Customer Reviews for

Irish Americans: A History

Average Rating 4
( 18 )
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Most Helpful Favorable Review

18 out of 20 people found this review helpful.

A must read for all Irish Americans and those who wish they were!!!!!

Obviously the Irish American experience has been discussed at length in this country. When it hasn't been discussed as factual hitory it has served as background for untold fictional stories. So, how can it be rehashed again? When it is thoroughly investigated and retol...
Obviously the Irish American experience has been discussed at length in this country. When it hasn't been discussed as factual hitory it has served as background for untold fictional stories. So, how can it be rehashed again? When it is thoroughly investigated and retold the way J. P. Dolan has done in his book The irish American. Professor Dolan has reached back to the very beginning of our country's history and has shown how The Irish have impacted the American experience and how that has effected American and Irish history. The story of two countries, the United States and Ireland, is told here as you see how entwined these countries became as the stream of Irish flowed across the Atlantic flooding America. He explores, the impact on religion, politics and culture. His book uncovers the both the glorious and imperfect sides of the Irish story. He celebrates all the characters who define what being Irish American was and is from the political boss, politicians, the unskilled laborer, Catholic Bishops, nuns, priests, pubowners and patrons. You're on a journey following the early Scotch Irish to The Famine Irish into the 20th century where the Irish Americans moved from being "Shanty" to Steamheat/Lace Curtain" and eventually claiming their rightful and respected palce as Americans while remaining uniquely Irish.

posted by Paul1963 on November 21, 2009

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Most Helpful Critical Review

1 out of 1 people found this review helpful.

zzzzzzz

very dry read.

posted by Meals on June 20, 2012

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  • Posted November 21, 2009

    more from this reviewer

    A must read for all Irish Americans and those who wish they were!!!!!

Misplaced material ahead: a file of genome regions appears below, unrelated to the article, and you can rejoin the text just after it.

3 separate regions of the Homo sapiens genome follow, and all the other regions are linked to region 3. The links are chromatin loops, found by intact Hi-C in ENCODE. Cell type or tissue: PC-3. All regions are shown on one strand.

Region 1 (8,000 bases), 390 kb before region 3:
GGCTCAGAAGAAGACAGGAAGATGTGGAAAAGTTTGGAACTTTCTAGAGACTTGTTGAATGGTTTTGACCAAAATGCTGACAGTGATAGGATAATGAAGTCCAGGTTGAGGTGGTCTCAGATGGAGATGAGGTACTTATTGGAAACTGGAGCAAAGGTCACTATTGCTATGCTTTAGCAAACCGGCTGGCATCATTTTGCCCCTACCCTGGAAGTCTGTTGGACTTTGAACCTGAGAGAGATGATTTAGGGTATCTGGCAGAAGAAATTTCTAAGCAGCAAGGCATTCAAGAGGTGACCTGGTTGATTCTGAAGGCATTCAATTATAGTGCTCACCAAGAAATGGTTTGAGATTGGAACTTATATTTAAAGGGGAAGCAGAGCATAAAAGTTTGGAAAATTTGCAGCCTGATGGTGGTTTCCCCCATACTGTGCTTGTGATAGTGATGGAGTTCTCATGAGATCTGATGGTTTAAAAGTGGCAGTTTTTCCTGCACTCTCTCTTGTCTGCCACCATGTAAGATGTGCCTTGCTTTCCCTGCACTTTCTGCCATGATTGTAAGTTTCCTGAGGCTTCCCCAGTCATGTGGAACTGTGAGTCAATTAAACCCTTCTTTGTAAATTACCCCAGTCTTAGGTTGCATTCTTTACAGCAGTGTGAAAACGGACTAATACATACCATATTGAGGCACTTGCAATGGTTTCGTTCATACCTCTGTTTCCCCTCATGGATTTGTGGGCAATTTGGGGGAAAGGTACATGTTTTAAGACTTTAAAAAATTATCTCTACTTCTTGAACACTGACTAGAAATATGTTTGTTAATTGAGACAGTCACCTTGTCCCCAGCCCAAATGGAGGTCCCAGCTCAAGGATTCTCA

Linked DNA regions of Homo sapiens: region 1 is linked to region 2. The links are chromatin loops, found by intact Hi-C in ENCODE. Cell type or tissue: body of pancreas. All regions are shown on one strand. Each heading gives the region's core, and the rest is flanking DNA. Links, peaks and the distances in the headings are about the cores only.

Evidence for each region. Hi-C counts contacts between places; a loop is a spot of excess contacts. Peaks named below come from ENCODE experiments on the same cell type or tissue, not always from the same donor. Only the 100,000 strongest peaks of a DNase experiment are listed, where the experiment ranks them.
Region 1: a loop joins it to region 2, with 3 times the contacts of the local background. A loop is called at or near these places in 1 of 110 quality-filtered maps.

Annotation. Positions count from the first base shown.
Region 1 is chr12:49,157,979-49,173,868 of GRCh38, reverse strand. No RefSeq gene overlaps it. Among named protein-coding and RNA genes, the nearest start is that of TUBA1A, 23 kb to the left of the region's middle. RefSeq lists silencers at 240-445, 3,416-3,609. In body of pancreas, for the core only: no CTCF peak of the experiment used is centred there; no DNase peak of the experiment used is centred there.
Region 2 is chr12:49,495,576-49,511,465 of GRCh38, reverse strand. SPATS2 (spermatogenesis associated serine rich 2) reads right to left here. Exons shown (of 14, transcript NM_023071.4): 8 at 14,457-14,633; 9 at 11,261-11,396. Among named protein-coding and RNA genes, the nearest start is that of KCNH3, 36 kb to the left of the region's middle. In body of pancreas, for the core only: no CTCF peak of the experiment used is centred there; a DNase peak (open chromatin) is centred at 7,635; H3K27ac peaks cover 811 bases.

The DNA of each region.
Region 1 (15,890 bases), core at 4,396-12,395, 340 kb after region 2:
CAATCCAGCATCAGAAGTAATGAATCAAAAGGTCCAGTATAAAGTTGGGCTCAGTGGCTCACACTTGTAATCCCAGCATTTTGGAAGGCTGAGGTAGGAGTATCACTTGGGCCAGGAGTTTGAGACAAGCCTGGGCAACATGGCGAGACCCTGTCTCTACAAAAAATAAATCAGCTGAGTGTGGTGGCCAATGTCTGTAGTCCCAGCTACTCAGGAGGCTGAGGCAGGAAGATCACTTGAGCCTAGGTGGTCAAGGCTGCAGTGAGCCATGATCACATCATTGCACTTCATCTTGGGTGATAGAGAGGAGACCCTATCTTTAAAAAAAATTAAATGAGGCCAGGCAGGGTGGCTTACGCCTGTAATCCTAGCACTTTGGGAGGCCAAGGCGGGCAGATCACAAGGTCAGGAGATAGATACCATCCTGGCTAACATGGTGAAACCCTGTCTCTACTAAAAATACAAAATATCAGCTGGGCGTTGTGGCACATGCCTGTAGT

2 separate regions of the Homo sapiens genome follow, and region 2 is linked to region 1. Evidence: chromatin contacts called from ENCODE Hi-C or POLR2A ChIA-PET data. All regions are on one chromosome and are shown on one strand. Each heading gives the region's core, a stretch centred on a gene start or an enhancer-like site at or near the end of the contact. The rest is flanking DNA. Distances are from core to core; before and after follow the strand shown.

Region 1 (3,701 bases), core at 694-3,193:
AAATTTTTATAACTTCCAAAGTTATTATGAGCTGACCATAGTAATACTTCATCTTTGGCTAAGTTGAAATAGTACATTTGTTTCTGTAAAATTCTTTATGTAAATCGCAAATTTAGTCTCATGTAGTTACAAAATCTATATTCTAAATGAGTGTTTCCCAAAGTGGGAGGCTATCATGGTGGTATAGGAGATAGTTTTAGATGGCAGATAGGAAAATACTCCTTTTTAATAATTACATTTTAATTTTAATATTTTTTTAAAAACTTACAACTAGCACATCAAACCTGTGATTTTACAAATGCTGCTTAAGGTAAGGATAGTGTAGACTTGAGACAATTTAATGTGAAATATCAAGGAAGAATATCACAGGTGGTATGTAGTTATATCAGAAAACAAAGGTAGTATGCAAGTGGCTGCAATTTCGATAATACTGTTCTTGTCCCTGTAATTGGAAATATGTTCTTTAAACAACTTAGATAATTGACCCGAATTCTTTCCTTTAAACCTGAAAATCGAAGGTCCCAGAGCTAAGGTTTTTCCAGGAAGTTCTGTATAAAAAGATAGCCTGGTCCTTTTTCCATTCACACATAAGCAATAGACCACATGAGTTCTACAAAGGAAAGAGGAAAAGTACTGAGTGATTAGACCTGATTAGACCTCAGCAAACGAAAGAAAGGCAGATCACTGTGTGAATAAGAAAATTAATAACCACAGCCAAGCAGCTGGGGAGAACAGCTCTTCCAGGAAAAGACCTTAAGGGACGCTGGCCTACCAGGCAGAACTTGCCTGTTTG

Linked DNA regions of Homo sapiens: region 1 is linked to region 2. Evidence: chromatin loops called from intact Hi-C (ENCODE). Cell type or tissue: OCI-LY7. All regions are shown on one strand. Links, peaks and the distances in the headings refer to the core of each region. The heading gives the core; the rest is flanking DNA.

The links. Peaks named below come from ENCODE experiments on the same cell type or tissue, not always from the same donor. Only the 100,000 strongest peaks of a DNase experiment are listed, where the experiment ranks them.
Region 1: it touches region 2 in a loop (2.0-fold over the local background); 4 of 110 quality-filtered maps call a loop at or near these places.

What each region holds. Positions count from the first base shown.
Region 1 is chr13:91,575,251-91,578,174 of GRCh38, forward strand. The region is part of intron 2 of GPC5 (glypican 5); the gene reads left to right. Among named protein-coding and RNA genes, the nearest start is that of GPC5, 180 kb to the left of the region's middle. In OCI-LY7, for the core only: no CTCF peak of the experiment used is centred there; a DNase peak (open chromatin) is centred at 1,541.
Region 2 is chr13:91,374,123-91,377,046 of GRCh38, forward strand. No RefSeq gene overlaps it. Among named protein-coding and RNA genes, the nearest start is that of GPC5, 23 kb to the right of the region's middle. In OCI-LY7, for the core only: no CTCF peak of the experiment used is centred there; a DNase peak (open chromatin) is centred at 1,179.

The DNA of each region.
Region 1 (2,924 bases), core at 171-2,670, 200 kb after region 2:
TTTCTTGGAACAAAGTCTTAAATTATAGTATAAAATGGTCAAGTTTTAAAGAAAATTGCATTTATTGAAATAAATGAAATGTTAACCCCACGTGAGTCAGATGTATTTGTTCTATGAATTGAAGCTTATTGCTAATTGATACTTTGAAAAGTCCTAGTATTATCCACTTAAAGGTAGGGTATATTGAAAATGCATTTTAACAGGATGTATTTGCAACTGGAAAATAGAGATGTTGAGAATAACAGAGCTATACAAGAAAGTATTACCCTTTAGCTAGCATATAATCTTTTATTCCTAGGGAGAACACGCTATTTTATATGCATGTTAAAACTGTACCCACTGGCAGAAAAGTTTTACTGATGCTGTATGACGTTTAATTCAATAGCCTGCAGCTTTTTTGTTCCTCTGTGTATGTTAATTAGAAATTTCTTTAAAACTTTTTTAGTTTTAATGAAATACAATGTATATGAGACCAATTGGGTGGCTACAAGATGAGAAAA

Obviously the Irish American experience has been discussed at length in this country. When it hasn't been discussed as factual hitory it has served as background for untold fictional stories. So, how can it be rehashed again? When it is thoroughly investigated and retold the way J. P. Dolan has done in his book The irish American. Professor Dolan has reached back to the very beginning of our country's history and has shown how The Irish have impacted the American experience and how that has effected American and Irish history. The story of two countries, the United States and Ireland, is told here as you see how entwined these countries became as the stream of Irish flowed across the Atlantic flooding America. He explores, the impact on religion, politics and culture. His book uncovers the both the glorious and imperfect sides of the Irish story. He celebrates all the characters who define what being Irish American was and is from the political boss, politicians, the unskilled laborer, Catholic Bishops, nuns, priests, pubowners and patrons. You're on a journey following the early Scotch Irish to The Famine Irish into the 20th century where the Irish Americans moved from being "Shanty" to Steamheat/Lace Curtain" and eventually claiming their rightful and respected palce as Americans while remaining uniquely Irish.

    18 out of 20 people found this review helpful.

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  • Posted October 2, 2009

    Jay P. Dolan's book 'The Irish Americans'

    I am a german resident at Hanover/Germany and have incidently come across with J.P. Dolan's book. After I read this book - which depicts quite captivatingly the history of people with irish ancestry - I had the impression that this books should be translated into German. In many ways the story Dolan tells about Ireland and the devastating conditions in which irish people had to live in the 19th century affects to a great extent european history as it also deals with the clash of two different very strong religious denominations - the anglican church and irish catholizism. Dolan describes thoroughly and precisely the initial persecution Irish settlers were exposed to in America.